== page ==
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Date of last update: 10/21/2017.
Forum Name: Esophageal Cancer
Question: Hiccups that won't stop & puked up blood
|darkestdays30 - Sun May 27, 2007 9:35 am||
Last night I went to the ER because of pain from kidney stones I have. They injected me with a pain narcotic (said to be stronger than morphine) and an anti-inflammatory. I was told it wouldn't go through my stomach. I have barrett's esophagitis, gastritis, & GERD, so I was concerned.
It gave me the hiccups. I came home & started throwing up & it had spots of blood in it. Now I have had the hiccups for 16 minutes straight. I've heard that's a sure sign of esophageal cancer but it didn't start happening until after I went to the ER last night. Though I have vomitted blood & had it in my stools for 2 mths (nasogastric lavage verified that it was from my upper GI tract). I don't have anemia so my doctor isn't going to try to find out why I'm bleeding. Is small spots of blood in vomit really nothing to worry about? It was ALOT worse in my bowels. Are these hiccups related to an esophageal problem or could it just be a side effect from the medication?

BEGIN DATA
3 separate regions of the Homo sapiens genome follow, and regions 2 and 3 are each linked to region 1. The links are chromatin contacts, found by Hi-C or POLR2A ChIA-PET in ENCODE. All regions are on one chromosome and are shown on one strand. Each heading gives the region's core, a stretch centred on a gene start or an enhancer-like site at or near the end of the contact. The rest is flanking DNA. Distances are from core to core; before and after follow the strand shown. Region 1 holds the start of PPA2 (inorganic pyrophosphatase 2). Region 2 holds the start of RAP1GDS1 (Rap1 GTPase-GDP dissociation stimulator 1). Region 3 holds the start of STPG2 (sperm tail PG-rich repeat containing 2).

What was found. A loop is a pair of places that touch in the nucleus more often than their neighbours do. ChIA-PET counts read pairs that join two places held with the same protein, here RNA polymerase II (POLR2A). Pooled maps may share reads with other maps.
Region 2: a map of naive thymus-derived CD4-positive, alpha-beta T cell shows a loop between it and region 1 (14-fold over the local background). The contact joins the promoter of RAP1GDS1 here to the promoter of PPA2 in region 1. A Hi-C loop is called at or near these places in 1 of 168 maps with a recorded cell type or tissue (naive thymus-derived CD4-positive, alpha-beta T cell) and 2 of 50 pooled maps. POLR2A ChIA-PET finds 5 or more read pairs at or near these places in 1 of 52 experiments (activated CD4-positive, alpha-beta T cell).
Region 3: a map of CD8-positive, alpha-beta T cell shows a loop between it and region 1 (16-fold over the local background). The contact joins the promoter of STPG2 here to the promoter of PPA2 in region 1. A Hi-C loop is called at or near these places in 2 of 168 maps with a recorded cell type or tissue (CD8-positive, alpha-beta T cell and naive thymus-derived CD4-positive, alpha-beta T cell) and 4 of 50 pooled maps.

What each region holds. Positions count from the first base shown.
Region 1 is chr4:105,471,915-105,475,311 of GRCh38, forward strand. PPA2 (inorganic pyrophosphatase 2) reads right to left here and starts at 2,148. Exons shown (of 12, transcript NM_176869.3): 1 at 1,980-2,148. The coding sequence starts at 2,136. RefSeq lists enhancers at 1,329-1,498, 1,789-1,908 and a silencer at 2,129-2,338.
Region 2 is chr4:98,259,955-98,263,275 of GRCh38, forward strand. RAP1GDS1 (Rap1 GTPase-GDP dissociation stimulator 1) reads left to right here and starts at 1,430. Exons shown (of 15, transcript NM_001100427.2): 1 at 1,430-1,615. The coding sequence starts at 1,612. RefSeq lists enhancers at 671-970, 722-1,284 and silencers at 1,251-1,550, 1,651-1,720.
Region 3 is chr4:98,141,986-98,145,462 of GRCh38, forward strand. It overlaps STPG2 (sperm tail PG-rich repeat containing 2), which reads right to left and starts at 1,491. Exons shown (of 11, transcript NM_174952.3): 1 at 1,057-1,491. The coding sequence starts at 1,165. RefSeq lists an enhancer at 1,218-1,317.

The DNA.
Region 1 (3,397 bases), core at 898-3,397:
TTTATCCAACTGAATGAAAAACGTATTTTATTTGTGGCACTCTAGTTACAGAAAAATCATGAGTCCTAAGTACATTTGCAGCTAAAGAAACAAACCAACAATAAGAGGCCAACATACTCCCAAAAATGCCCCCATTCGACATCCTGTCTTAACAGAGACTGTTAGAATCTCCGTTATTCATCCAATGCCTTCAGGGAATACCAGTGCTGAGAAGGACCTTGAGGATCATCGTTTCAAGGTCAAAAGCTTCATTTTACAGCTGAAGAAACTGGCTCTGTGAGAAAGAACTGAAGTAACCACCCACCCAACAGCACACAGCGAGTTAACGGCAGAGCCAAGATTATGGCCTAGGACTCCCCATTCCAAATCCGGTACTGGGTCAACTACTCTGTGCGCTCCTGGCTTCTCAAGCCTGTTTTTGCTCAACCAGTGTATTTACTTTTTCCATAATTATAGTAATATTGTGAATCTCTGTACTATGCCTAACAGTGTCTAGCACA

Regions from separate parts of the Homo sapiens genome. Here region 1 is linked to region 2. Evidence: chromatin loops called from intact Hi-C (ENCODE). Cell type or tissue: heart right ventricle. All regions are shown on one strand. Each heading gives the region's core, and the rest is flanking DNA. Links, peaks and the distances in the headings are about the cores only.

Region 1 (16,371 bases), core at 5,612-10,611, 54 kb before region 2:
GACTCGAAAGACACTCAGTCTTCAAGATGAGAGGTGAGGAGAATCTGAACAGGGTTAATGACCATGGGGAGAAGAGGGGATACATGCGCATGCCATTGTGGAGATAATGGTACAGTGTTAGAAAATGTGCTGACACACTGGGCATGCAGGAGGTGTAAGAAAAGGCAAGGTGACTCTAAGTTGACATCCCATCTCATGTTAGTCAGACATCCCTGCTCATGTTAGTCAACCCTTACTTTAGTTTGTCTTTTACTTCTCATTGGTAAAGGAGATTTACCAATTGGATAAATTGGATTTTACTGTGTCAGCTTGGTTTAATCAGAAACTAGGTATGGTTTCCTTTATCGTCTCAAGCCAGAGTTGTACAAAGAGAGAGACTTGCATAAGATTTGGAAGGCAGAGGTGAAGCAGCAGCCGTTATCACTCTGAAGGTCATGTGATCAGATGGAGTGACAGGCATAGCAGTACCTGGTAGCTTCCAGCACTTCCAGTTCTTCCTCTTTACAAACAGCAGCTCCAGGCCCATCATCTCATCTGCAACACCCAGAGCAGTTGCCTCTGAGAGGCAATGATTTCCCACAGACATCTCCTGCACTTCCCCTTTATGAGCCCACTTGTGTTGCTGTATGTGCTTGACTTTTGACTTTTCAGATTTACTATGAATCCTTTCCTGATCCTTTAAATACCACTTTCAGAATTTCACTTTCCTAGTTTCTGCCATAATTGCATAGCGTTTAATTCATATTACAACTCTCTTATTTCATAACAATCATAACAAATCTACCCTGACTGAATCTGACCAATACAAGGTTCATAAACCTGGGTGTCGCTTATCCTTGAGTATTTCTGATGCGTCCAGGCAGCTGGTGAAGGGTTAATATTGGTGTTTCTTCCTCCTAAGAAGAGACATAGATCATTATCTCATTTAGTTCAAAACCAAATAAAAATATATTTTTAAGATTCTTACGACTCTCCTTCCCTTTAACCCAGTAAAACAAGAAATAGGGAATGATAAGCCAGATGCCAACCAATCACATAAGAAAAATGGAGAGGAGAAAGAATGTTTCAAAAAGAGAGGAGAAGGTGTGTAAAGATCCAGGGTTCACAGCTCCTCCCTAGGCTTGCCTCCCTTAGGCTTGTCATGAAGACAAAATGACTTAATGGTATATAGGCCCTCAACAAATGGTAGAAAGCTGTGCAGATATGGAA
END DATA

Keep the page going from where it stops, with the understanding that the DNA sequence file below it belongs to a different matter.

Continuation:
|Marceline F, RN - Wed Jul 04, 2007 9:37 am||
Dilaudid has an infrequent reputation for causing hiccups for some people. Dilaudid is frequently used for the relief of Kidney stone pain, coupled with Toradol (an IV/IM NSAID - intravenous/intramuscular non-steroidal anti-inflammatory) which also can have a side effect of hiccups in some people. Unless you are able to definitively determine if either one of these medications was the culprit for you, you may be wise to list both of them as having adverse effect for you. As far as the bleeding is concerned, I am guessing that the heaving and vomiting that may have been triggered either by the pain of the kidney stones or nausea from the pain medicine, may have irritated your already irritated and compromised esophagus, causing the small amount of bleeding. I am surmising by the fact that they did not hospitalize you, that the stones must have measured <3mm. I suggest you increase your intake of water to help float the stones out, so that you do not need to go back to the ER for a repeat episode.
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